Photonics Engineer

Job Description:

Photonics engineers create and improve things that use photonics, such as optics, fibre optics, and lasers.

Job Category:
Engineering & Construction

What you will do:

Your day-to-day will include tasks such as:

  • Develop optical or imaging systems, such as optical imaging products, optical components, image processes, signal process technologies, or optical systems.
  • Determine commercial, industrial, scientific, or other uses for electro-optical applications or devices.
  • Design laser machining equipment for purposes such as high-speed ablation.
  • Analyse, fabricate, or test fibre-optic links.
  • Write reports or proposals related to photonics research or development projects.
  • Document photonics system or component design processes, including objectives, issues, or outcomes.
  • Oversee or provide expertise on manufacturing, assembly, or fabrication processes.
  • Design, integrate, or test photonics systems or components.
  • Design solar energy photonics or other materials or devices to generate energy.


You’ll need:

  • knowledge of engineering science and technology
  • maths knowledge
  • knowledge of computer operating systems, hardware and software
  • design skills and knowledge
  • to be able to use a computer and the main software packages confidently

As well as:

  • to be thorough and pay attention to detail (organisational skills)
  • analytical thinking skills
  • attention to detail and a passion for cutting edge technologies
  • persistence and determination
  • excellent verbal communication skills
  • ability to collaborate with physicists, engineers, and researchers to push the boundaries of light-based technologies and innovation (teamwork skills)
Illustration of employee looking at workspace

Entry Requirements:

School Subjects

To become a Photonics Engineer in the UK, you should focus on GCSE subjects that provide a strong foundation in science, technology, engineering, and mathematics (STEM). Here are the recommended GCSE subjects to pursue:

  1. Mathematics: Mathematics is a core subject for engineering disciplines, including Photonics Engineering. It is crucial for complex calculations, problem-solving, and data analysis involved in photonics projects.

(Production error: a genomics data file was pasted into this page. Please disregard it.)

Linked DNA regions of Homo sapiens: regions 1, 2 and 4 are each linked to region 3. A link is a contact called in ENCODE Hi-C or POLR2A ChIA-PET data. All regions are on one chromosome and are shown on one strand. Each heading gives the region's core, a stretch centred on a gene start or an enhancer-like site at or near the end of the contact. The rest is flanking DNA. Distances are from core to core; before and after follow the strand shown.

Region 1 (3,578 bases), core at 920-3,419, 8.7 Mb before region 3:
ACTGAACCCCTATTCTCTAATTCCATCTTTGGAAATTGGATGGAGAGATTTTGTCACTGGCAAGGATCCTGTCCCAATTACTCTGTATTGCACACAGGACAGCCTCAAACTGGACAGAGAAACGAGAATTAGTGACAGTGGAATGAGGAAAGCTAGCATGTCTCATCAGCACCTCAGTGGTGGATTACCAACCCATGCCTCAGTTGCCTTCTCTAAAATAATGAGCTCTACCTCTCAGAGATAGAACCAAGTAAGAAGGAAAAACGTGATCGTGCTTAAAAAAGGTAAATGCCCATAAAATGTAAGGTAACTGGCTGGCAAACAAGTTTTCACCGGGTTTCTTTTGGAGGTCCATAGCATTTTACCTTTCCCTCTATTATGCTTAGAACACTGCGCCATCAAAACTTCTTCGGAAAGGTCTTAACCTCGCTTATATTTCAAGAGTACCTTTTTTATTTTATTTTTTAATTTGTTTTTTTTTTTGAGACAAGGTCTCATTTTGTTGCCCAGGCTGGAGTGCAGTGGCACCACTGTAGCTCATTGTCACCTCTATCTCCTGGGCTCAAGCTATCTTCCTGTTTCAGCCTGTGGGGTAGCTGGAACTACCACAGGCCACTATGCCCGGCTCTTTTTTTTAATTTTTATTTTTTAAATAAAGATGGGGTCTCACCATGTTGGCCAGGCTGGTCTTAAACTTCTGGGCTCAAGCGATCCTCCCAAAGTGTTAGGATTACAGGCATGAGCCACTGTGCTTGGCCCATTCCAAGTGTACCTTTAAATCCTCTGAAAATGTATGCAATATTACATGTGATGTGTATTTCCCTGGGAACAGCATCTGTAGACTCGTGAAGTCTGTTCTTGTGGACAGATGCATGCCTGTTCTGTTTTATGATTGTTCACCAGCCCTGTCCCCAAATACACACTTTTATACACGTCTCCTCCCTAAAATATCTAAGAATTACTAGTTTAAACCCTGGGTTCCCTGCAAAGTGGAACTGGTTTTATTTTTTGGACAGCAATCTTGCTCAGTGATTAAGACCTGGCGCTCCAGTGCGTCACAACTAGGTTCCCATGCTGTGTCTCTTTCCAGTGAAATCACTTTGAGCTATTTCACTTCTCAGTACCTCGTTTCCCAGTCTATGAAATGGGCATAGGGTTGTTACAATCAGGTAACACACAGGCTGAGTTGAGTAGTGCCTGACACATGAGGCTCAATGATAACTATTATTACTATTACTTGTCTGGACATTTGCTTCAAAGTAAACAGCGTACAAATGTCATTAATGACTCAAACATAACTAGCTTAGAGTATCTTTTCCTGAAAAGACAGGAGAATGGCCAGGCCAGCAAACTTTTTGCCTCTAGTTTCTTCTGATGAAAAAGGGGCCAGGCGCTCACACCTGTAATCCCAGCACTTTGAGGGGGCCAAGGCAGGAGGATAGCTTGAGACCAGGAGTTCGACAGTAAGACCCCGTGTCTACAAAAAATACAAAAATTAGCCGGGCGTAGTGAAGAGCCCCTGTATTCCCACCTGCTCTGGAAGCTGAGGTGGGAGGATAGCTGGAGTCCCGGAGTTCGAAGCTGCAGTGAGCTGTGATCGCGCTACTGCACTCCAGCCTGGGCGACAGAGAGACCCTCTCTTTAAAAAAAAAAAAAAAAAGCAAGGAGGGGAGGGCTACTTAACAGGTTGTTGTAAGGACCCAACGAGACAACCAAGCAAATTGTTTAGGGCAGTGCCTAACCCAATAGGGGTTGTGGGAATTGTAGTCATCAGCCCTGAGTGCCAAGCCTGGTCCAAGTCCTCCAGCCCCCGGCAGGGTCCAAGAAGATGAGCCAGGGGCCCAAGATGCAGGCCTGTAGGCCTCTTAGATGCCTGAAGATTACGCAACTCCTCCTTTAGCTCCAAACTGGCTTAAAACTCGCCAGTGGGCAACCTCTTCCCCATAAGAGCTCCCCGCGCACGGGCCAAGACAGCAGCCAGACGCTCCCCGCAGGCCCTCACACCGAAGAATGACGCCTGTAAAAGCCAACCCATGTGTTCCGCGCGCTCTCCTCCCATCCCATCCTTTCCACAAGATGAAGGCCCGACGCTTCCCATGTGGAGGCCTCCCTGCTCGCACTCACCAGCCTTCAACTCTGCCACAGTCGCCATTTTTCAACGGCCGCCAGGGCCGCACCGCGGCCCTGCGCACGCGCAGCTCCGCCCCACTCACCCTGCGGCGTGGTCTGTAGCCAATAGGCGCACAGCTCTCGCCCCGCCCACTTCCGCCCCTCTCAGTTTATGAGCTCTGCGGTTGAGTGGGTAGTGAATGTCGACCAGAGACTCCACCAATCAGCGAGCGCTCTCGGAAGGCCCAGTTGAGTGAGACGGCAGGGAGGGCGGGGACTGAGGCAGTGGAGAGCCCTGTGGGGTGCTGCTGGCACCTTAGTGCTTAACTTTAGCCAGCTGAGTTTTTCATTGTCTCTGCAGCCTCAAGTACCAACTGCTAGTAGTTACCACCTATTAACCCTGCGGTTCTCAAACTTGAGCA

2. Physics: Physics provides fundamental principles related to optics, electromagnetism, and wave phenomena, which are essential in photonics engineering.
  3. Chemistry: Chemistry is helpful for understanding the properties of materials used in optical devices and photonics applications.
  4. Design and Technology: This subject can provide insights into engineering design principles, materials, and the use of machinery, which are applicable in photonics engineering projects.
  5. ICT (Information and Communication Technology): Familiarity with digital tools and software is essential for designing and simulating photonics systems.

While these subjects are recommended, becoming a Photonics Engineer involves higher education and specialized training. Here are the typical steps to pursue a career as a Photonics Engineer:


After completing GCSEs, you can pursue A-levels or other post-16 qualifications, focusing on subjects such as Mathematics, Physics, and Chemistry.

Higher Education

Apply to an accredited university to pursue a Bachelor’s degree in Photonics Engineering, Optoelectronics, Electrical Engineering, or a related field. An advanced degree in optics, physics, or biomedical engineering and a correlating background in engineering, physics, and mathematics are generally required for this position. During your undergraduate studies, you will learn about lasers, fiber optics, light-based technologies, and optical communication.

Internships or Work Placements

Seek internships or work placements with photonics companies or research institutions to gain practical experience and apply theoretical knowledge to real-world projects.


Consider specializing in a particular area within Photonics Engineering, such as laser systems, optical communication, or optical sensing.

Professional Development

Join professional organizations related to Photonics Engineering, and consider pursuing postgraduate studies or professional development courses to further enhance your knowledge and skills.

Working Hours and Environment:

You’ll usually work around 40 hours a week. You may work longer to meet project deadlines.

You’ll usually work in an office or a lab. You may work in factories, workshops or outdoors.

Career Path & Progression:

With incorporated or chartered engineer status you could:

  • move into project management roles
  • specialise in research, such as telecommunications, robotics or semiconductors
  • work as an engineering consultant

You could also move into patent law.